Answer to Why don't we just not build AGI if it's so dangerous?
It certainly would be very unwise to purposefully create an artificial general intelligence now, before we have found a way to be certain it will act purely in our interests. But "general intelligence" is more of a description of a system's capabilities, and a vague one at that. We don't know what it takes to build such a system. This leads to the worrying possibility that our existing, narrow AI systems require only minor tweaks, or even just more computer power, to achieve general intelligence.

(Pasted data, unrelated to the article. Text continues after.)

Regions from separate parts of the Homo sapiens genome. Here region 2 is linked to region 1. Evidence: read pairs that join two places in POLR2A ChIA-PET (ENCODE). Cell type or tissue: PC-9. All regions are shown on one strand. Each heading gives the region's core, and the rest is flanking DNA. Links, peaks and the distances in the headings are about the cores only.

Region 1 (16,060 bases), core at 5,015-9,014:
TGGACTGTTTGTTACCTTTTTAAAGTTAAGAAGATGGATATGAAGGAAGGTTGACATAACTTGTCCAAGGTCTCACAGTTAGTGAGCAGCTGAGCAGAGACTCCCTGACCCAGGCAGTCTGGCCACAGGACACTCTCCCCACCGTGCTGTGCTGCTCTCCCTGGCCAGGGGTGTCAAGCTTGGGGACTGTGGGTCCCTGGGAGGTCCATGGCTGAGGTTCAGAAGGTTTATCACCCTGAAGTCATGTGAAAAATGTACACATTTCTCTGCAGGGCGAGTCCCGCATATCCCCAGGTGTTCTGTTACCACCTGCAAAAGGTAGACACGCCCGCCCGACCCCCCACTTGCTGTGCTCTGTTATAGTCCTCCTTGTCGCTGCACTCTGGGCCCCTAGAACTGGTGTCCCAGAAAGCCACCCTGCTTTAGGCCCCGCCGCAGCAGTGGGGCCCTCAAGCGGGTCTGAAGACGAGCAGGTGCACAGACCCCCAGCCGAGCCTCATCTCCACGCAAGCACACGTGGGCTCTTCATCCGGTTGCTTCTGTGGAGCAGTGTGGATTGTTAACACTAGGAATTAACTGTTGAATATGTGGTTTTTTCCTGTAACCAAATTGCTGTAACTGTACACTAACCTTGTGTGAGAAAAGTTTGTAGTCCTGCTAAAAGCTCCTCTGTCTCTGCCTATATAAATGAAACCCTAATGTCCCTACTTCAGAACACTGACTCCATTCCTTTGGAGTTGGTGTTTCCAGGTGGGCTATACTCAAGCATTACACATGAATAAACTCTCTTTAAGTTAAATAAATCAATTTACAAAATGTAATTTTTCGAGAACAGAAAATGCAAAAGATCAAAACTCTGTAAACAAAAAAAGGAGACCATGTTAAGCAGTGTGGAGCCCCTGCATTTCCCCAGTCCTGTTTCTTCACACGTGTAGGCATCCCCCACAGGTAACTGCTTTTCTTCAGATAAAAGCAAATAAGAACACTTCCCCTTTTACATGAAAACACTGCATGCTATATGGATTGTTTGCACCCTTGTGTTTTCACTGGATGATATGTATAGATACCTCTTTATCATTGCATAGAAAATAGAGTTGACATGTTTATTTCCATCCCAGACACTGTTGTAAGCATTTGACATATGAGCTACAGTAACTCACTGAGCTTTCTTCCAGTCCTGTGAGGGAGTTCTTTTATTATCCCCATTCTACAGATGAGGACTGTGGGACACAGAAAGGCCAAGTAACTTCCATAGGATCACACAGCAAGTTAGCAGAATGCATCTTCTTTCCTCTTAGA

The pace of research in the field suggests that there's a lot of low-hanging fruit left to pick, after all, and the results of this research produce better, more effective AI in a landscape of strong competitive pressure to produce as highly competitive systems as we can. "Just" not building an AGI means ensuring that every organization in the world with lots of computer hardware doesn't build an AGI, either accidentally or mistakenly thinking they have a solution to the alignment problem, forever. It's simply far safer to also work on solving the alignment problem.
|Original by:||SlimeBunnyBat (edits by plex)|